Thirteen in every 100 Manteca Unified students access special education services.
The 3,171 students are enrolled in everything from speech and language therapy and resource specialist services that pull children out of class and then return them to special day classes, occupational therapy, adaptive physical education, counseling services, and classes dealing specifically with autism to behavioral services.
Students that have unique needs that Manteca Unified programs are unable to address are referred to various programs operated by the San Joaquin County Office of Education such as the McFall School on Hoyt Lane next to Northgate Park and across from Neil Hafley School.
The district and county office are in a collaborative effort to make sure students’ special needs are served.
As for Manteca Unified given how students with various needs across the district will vary, they offer a “regional” approach to make sure optimum programming can be offered. That means there will be times certain services aren’t needed by a school site or a campus may have only one student needing a particular program. In such cases they may be sent to another district campus. If Manteca Unified doesn’t have a program to meet their needs then they are referred to the SJCOE.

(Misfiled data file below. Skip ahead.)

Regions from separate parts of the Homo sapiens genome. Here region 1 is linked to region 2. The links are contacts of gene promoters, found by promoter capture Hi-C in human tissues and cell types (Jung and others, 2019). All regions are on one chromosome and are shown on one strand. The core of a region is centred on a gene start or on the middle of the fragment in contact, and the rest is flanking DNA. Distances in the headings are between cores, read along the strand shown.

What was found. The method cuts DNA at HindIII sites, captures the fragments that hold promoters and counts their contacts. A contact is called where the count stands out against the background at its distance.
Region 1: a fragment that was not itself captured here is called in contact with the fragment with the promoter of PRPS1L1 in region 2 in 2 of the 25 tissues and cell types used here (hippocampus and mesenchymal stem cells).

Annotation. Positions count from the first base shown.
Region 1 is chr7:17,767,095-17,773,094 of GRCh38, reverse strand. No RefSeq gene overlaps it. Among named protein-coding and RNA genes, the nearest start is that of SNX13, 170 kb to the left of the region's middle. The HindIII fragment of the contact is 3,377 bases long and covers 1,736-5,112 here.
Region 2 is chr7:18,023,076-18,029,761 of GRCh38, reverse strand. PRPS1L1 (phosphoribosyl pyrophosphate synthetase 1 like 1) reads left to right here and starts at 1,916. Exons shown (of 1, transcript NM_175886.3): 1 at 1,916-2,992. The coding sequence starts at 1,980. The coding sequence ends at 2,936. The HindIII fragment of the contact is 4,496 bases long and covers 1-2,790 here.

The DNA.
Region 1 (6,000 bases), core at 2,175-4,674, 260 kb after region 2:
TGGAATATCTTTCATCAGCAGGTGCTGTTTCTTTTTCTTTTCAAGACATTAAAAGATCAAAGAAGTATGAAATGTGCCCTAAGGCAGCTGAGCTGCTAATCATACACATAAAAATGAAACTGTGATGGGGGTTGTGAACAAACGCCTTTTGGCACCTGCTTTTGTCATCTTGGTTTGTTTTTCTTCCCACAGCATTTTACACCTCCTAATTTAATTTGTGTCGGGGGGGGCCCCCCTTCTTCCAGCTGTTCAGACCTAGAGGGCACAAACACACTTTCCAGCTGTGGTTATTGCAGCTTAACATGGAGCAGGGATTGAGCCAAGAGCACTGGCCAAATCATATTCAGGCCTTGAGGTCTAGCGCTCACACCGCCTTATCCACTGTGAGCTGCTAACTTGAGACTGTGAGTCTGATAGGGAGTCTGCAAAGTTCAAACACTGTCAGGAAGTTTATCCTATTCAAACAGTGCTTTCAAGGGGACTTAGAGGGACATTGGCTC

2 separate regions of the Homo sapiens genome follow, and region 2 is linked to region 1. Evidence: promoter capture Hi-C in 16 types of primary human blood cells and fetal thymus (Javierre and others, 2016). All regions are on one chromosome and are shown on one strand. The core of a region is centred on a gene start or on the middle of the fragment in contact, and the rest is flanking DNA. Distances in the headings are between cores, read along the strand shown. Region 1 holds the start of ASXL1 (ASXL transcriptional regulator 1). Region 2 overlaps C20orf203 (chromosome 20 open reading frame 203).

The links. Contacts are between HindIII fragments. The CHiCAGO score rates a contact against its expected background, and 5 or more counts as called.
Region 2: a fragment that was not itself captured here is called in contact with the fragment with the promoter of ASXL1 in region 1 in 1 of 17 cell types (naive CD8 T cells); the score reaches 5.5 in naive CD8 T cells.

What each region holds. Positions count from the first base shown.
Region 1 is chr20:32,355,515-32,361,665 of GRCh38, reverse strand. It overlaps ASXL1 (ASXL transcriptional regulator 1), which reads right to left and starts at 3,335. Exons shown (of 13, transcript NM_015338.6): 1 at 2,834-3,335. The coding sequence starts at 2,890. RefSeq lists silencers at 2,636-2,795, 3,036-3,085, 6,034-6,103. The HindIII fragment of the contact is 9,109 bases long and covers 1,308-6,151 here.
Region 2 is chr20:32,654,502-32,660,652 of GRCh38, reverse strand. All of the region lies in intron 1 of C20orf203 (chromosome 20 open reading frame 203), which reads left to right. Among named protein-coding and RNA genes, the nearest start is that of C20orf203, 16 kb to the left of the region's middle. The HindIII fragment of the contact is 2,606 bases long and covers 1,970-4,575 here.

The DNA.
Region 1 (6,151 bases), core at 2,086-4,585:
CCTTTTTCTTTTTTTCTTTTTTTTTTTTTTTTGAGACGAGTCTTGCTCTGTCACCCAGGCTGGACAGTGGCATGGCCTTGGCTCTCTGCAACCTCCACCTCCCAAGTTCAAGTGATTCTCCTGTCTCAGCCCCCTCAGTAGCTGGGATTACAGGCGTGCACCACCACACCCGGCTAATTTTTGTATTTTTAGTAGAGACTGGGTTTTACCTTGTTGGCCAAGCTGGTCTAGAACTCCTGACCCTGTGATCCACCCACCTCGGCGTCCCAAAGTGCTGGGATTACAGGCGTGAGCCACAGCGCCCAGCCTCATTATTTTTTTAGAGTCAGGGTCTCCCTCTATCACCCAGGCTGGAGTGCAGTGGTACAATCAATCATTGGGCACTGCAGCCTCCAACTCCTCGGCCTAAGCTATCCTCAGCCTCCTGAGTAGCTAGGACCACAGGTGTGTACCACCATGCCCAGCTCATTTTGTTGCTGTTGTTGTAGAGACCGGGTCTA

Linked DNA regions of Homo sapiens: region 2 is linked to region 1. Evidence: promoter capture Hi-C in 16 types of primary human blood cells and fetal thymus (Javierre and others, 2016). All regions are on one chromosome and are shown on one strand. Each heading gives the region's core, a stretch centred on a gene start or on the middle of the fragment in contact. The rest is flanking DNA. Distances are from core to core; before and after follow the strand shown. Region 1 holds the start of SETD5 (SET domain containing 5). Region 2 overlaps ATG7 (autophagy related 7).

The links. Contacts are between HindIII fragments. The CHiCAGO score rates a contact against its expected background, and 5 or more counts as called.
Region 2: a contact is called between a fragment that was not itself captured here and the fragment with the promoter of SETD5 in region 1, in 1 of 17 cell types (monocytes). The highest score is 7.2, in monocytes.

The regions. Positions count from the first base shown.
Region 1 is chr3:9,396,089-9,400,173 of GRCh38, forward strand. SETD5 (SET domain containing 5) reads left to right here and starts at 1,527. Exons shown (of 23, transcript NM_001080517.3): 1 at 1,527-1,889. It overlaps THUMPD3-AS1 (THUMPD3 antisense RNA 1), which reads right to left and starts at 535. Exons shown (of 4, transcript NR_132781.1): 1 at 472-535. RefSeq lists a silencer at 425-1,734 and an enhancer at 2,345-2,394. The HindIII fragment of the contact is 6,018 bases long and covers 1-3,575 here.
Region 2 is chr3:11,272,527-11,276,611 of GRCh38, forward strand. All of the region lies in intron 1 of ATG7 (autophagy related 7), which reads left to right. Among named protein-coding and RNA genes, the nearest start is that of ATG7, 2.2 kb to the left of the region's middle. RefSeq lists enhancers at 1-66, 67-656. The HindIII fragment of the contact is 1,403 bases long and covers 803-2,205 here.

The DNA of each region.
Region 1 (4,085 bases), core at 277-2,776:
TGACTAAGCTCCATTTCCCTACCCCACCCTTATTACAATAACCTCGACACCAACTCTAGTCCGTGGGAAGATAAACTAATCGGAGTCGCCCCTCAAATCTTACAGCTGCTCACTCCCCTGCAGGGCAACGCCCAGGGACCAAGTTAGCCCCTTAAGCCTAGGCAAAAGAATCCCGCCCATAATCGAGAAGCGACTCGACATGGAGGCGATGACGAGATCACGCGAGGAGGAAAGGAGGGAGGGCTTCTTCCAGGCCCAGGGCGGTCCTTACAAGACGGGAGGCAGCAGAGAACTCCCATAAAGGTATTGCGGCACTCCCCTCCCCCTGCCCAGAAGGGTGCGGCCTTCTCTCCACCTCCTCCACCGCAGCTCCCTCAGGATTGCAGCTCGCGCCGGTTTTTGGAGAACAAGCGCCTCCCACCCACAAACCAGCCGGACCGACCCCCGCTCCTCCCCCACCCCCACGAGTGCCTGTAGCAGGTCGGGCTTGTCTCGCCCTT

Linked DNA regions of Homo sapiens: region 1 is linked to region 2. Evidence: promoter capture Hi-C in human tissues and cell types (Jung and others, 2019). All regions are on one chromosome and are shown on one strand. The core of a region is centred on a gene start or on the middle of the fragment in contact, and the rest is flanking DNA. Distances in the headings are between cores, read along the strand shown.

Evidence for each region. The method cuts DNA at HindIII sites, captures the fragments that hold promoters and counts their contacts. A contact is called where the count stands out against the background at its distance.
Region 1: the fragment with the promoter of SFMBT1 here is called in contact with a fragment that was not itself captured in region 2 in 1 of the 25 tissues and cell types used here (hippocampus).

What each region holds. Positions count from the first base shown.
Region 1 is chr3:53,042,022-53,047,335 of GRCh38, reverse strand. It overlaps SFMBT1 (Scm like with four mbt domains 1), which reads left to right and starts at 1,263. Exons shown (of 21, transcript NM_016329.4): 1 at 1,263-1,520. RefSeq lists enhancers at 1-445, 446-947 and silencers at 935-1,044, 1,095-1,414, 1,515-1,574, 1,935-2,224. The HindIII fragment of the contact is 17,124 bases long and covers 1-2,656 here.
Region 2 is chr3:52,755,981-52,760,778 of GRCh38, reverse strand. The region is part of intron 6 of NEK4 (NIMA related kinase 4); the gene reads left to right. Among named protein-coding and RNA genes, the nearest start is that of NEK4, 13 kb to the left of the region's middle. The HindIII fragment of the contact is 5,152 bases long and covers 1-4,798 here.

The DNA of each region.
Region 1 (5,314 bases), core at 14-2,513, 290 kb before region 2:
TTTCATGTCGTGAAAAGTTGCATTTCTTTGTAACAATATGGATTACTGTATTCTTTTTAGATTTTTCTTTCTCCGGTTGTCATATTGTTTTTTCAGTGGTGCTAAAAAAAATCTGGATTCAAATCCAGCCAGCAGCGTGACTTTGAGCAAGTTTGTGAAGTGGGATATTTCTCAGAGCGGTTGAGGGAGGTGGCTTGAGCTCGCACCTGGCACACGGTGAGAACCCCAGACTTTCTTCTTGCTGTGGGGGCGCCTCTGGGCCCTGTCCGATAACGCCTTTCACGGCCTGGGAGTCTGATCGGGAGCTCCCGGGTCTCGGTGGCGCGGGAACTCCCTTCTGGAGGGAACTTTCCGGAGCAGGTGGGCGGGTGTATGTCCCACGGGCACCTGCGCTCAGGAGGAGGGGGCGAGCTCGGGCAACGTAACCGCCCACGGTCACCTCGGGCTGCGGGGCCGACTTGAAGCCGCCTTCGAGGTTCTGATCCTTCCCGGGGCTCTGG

Deputy Superintendent Roger Goatcher notes Manteca Unified employs California’s double-pronged approach on qualifying students for special education services. First, a student must have a disability and secondly, there has to be a need for special education services.
To determine a student’s need and eligibility for special education, schools must identify students who have a disability. They also must conduct a formal evaluation process.
Should the evaluation show general education programs can’t meet a student’s needs, the district develops an Individualized Education Program (IEP) to define what additional services Manteca Unified will provide. As a result, each student’s IEP differs based on heir disability and needs.
That said not all disabled students need special educations services if they’re doing well in general education instruction.
If a determination is made the general education programs aren’t effectively addressing a student’s needs a child may be evaluated for special education programs. Parental consent is needed for a formal assessment.
The district’s special education services are accessed by students age 3 to 22.